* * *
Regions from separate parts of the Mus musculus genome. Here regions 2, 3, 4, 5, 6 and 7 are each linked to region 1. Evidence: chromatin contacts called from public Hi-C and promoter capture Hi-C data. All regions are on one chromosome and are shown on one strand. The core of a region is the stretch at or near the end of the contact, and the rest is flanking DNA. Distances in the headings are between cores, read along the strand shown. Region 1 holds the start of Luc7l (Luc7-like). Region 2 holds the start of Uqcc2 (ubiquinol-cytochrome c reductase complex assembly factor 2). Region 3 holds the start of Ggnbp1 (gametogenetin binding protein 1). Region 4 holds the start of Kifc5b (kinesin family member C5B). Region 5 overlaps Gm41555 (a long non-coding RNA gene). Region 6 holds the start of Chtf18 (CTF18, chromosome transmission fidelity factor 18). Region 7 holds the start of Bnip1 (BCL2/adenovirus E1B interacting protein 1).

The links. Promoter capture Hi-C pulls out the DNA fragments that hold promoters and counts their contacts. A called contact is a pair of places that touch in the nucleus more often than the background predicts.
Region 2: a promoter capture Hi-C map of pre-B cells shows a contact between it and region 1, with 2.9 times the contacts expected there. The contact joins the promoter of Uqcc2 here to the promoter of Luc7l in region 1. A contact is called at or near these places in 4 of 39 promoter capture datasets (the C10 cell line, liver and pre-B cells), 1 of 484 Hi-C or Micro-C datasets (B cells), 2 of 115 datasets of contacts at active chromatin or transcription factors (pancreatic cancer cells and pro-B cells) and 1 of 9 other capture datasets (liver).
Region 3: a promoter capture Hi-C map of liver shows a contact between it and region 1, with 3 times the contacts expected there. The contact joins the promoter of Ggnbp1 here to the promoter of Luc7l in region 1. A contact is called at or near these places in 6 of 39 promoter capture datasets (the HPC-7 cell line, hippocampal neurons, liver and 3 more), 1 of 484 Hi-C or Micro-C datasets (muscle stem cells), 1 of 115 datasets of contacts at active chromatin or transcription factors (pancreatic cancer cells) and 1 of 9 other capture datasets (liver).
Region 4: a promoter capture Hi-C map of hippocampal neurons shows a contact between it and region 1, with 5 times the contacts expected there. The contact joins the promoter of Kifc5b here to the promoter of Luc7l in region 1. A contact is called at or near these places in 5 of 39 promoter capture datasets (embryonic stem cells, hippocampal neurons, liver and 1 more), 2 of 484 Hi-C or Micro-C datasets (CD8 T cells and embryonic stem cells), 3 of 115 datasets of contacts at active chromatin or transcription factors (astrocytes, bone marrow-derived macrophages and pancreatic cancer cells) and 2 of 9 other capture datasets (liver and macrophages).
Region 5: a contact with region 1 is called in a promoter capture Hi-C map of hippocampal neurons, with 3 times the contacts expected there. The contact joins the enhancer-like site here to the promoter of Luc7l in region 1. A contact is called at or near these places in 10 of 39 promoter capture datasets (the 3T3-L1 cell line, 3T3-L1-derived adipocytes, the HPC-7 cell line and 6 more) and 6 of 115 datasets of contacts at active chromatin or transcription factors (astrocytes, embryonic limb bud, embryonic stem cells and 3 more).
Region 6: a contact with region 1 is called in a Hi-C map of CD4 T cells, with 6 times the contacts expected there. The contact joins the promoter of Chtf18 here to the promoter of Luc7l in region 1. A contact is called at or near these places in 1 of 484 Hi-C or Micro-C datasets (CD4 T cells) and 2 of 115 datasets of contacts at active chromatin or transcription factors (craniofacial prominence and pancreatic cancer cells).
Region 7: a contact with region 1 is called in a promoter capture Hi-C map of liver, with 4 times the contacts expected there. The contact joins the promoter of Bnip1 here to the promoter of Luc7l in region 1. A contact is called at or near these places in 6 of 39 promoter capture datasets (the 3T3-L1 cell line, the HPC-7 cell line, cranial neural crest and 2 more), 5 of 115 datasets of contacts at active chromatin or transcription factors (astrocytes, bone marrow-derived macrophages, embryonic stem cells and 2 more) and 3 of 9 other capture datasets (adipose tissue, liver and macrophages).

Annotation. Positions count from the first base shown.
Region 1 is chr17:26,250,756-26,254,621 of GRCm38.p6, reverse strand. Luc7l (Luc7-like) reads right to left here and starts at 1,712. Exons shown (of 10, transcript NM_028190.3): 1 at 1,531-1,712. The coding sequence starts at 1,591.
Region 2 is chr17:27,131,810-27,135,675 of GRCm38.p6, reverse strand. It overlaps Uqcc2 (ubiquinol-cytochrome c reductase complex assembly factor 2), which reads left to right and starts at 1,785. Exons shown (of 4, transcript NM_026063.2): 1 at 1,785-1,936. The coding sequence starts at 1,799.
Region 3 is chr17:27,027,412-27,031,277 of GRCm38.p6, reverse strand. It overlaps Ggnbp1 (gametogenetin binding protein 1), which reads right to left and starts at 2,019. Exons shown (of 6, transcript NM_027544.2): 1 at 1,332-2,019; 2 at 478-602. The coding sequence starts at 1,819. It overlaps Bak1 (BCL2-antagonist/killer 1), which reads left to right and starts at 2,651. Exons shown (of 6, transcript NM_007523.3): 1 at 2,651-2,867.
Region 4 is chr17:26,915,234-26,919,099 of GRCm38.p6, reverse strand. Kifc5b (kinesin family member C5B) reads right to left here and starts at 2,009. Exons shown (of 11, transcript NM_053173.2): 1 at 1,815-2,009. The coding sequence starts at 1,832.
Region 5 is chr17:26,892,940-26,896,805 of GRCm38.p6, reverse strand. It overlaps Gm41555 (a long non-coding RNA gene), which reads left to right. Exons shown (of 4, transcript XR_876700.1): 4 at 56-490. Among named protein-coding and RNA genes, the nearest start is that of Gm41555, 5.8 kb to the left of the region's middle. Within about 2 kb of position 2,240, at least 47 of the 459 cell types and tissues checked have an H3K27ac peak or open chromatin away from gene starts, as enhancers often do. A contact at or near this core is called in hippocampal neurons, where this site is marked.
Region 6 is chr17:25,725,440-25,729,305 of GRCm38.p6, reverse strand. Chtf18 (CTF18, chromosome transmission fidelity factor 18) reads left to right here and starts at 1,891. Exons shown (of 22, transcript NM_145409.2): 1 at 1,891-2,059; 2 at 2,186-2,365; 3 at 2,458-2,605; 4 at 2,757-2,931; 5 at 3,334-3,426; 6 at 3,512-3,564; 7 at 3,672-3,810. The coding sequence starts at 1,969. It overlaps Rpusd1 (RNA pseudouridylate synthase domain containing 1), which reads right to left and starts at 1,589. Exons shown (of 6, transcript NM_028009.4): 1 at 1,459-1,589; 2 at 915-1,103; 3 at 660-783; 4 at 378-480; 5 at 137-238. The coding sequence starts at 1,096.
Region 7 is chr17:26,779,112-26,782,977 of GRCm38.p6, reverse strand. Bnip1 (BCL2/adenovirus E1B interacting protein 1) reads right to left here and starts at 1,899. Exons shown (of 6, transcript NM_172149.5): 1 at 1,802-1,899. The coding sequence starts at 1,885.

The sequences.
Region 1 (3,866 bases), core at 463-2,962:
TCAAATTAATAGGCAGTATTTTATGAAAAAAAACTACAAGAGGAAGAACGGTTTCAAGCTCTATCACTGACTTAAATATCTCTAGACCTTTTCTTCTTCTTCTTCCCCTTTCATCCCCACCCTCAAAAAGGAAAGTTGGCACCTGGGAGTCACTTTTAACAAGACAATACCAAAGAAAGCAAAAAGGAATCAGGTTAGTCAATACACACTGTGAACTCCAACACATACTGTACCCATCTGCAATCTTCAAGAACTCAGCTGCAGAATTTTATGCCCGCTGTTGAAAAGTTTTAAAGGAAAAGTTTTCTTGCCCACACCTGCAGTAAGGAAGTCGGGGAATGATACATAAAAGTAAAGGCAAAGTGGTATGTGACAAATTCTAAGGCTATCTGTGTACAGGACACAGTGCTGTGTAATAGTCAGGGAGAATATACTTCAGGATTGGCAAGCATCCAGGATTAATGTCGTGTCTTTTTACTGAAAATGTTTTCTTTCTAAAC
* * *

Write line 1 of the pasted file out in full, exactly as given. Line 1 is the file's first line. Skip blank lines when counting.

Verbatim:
Regions from separate parts of the Mus musculus genome. Here regions 2, 3, 4, 5, 6 and 7 are each linked to region 1. Evidence: chromatin contacts called from public Hi-C and promoter capture Hi-C data. All regions are on one chromosome and are shown on one strand. The core of a region is the stretch at or near the end of the contact, and the rest is flanking DNA. Distances in the headings are between cores, read along the strand shown. Region 1 holds the start of Luc7l (Luc7-like). Region 2 holds the start of Uqcc2 (ubiquinol-cytochrome c reductase complex assembly factor 2). Region 3 holds the start of Ggnbp1 (gametogenetin binding protein 1). Region 4 holds the start of Kifc5b (kinesin family member C5B). Region 5 overlaps Gm41555 (a long non-coding RNA gene). Region 6 holds the start of Chtf18 (CTF18, chromosome transmission fidelity factor 18). Region 7 holds the start of Bnip1 (BCL2/adenovirus E1B interacting protein 1).